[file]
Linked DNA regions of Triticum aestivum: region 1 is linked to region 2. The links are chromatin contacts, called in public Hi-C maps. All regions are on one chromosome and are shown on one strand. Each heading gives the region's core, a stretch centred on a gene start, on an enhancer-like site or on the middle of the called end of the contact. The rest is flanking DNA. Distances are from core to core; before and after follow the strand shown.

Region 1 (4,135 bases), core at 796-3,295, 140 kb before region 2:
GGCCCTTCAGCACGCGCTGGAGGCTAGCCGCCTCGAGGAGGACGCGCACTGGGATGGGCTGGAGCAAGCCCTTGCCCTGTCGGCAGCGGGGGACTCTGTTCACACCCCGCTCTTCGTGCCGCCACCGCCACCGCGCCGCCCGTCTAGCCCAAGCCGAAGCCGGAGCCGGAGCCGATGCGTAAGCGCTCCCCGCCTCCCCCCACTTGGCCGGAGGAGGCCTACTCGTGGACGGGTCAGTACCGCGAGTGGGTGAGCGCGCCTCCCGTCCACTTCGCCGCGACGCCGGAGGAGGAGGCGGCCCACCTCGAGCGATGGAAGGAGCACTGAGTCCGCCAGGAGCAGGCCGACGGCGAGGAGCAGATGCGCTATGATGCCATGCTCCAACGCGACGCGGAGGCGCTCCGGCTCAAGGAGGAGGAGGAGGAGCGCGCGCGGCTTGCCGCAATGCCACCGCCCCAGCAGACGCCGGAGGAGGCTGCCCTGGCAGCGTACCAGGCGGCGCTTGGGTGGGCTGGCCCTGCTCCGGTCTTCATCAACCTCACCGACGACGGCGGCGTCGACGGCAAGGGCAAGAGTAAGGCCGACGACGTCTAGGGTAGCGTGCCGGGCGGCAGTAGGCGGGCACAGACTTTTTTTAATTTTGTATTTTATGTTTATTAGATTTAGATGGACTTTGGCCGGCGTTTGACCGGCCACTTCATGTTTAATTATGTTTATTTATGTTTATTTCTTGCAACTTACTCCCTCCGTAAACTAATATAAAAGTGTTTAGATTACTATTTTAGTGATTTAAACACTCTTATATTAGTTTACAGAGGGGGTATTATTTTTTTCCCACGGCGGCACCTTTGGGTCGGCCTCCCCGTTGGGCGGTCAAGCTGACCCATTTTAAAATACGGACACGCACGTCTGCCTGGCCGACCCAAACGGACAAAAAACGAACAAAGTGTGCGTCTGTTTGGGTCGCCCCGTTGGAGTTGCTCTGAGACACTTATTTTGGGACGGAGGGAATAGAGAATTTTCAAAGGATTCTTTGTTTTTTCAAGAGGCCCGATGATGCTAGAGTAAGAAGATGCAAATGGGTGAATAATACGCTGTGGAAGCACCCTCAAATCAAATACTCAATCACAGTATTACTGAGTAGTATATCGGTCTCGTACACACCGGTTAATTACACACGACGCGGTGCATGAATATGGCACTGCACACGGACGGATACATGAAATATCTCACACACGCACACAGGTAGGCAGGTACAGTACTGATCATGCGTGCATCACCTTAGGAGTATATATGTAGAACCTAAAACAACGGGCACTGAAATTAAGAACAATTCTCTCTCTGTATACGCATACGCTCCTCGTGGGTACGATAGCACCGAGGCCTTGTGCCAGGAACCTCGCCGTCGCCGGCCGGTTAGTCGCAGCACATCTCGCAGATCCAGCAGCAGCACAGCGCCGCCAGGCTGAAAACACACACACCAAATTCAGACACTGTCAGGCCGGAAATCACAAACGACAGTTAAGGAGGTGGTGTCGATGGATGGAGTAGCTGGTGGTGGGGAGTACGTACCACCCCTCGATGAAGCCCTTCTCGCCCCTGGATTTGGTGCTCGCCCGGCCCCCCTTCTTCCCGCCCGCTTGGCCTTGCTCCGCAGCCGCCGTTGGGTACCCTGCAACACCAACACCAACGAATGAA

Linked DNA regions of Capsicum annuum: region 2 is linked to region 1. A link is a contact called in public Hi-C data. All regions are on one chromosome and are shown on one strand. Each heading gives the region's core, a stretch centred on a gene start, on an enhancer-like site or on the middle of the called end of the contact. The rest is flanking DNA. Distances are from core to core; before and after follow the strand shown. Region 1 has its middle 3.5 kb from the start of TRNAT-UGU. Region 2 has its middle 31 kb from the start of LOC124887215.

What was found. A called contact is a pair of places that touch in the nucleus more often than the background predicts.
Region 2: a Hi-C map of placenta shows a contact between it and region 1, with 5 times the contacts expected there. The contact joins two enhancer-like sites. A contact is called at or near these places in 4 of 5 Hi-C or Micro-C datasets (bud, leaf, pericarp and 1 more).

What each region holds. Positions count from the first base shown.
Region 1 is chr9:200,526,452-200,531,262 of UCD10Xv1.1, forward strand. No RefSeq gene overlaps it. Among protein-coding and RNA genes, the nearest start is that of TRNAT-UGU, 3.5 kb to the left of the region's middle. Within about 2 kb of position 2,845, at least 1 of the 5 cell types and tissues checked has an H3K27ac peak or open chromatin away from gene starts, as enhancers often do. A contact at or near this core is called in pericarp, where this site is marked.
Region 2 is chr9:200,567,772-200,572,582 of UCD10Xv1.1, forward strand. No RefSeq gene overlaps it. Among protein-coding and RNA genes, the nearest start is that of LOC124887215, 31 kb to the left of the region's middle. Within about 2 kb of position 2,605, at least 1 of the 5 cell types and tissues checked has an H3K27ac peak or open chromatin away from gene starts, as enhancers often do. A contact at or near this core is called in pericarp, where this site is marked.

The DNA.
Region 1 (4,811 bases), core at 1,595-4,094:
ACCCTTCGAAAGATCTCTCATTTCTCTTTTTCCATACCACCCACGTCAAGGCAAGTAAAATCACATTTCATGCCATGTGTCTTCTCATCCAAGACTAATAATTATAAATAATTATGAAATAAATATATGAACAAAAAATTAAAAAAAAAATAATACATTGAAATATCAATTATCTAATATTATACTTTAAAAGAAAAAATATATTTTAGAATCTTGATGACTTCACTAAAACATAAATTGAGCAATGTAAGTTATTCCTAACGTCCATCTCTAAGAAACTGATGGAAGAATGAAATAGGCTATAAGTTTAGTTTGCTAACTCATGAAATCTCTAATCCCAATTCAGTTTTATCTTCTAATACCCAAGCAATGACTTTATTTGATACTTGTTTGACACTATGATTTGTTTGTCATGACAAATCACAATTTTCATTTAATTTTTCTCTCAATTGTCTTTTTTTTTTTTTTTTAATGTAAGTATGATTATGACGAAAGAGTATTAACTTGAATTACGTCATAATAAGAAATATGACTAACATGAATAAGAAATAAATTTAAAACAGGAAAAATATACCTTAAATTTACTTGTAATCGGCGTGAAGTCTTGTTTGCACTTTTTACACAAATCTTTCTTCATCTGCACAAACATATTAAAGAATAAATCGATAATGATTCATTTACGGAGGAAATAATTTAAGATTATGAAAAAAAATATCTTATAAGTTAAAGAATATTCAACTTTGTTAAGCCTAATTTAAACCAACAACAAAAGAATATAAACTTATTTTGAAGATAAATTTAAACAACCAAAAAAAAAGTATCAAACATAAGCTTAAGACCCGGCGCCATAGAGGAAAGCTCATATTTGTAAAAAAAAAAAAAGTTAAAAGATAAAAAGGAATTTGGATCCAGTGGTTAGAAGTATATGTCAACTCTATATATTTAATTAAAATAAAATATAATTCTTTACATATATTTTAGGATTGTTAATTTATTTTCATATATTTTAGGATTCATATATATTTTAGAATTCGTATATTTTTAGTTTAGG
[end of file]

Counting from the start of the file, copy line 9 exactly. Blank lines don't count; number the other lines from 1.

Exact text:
Region 2 is chr9:200,567,772-200,572,582 of UCD10Xv1.1, forward strand. No RefSeq gene overlaps it. Among protein-coding and RNA genes, the nearest start is that of LOC124887215, 31 kb to the left of the region's middle. Within about 2 kb of position 2,605, at least 1 of the 5 cell types and tissues checked has an H3K27ac peak or open chromatin away from gene starts, as enhancers often do. A contact at or near this core is called in pericarp, where this site is marked.